The Lactose Intolerance Clearinghouse Has Moved.

My old website can be found at www.stevecarper.com/li I am no longer updating the site, so there will be dead links. The static information provided by me is still sound.

For quick offline reference, you can purchase Planet Lactose: The Best of the Blog as an ebook on Smashwords.com or Amazon.com or BarnesandNoble.com or a whole lot of other places that Smashwords is suppose to distribute the book to. Almost 100,000 words on LI, allergies, milk products, milk-free products, and the genetics of intolerance, along with large helpings of the weirdness that is the Net.

I suffer the universal malady of spam and adbots, so I moderate comments here. That may mean you'll see a long lag before I remember to check the site and approve them. Despite the gap, you'll always get your say. I read every single one, and every legitimate one gets posted.


Tuesday, September 15, 2009

Yes, Hedgehogs Are Lactose Intolerant Too

All adult mammals are lactose intolerant. All of them. Dogs. Cats. Even cows.

People have the notion fixed in their heads that the best food to serve a hungry animal is milk. That may be true if a nursing baby animal is involved, but not at all a good idea when it comes to adults or even young animals beyond the nursing stage.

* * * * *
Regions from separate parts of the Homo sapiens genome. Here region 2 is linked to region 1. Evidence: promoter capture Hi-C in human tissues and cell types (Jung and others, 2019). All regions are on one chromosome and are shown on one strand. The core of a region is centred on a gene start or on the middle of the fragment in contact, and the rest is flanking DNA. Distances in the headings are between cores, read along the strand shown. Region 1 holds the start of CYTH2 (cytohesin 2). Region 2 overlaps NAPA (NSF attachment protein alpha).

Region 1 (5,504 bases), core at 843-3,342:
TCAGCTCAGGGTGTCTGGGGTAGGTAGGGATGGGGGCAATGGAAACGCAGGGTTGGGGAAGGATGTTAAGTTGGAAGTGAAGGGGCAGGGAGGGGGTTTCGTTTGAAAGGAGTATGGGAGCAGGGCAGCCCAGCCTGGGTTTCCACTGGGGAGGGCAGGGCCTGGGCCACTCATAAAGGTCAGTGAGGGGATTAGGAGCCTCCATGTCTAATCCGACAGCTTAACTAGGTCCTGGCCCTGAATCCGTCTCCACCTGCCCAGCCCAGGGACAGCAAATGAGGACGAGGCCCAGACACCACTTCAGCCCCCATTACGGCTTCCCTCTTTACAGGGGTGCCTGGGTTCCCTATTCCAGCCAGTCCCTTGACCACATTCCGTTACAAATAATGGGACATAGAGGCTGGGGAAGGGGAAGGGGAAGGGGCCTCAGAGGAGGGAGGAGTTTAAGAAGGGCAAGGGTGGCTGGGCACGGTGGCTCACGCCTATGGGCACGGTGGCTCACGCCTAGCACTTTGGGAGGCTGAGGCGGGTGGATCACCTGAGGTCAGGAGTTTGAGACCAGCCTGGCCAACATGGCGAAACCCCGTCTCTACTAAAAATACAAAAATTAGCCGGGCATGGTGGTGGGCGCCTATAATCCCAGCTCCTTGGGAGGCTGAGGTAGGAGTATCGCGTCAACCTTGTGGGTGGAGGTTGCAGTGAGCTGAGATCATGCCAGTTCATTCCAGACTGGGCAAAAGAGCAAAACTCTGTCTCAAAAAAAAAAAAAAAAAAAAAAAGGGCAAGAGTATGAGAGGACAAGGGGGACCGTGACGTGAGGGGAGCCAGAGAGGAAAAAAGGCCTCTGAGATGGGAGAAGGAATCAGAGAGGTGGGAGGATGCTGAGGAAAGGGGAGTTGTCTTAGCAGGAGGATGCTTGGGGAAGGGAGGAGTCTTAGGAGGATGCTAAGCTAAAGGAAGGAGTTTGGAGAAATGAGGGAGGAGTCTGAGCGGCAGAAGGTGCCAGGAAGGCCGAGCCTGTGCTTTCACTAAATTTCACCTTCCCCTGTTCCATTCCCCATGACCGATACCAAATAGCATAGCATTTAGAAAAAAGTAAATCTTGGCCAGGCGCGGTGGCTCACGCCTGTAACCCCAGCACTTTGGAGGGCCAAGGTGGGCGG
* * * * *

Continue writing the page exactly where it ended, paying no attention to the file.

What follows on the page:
And yes, that's true for hedgehogs as well. As we see in this article by Rebecca Connop Price.

Hedgehogs are at serious risk if they cannot gain enough weight to survive the winter, so the autumn months are a crucial time for them. ...

During September and October, baby hedgehogs, called hoglets, need to gain as much weight as possible.

People can help by placing bowls of food in their gardens.

It is a common misconception that milk is good for hedgehogs; in fact, they are lactose intolerant and it can give them diarrhoea, which is potentially deadly.

In the wild, hedgehogs are meat eaters and their diet consists mainly of bugs, including beetles, earthworms and caterpillars.

For this reason, the BHPS [British Hedgehog Preservation Society. Really.] recommends cat food as a food supplement.

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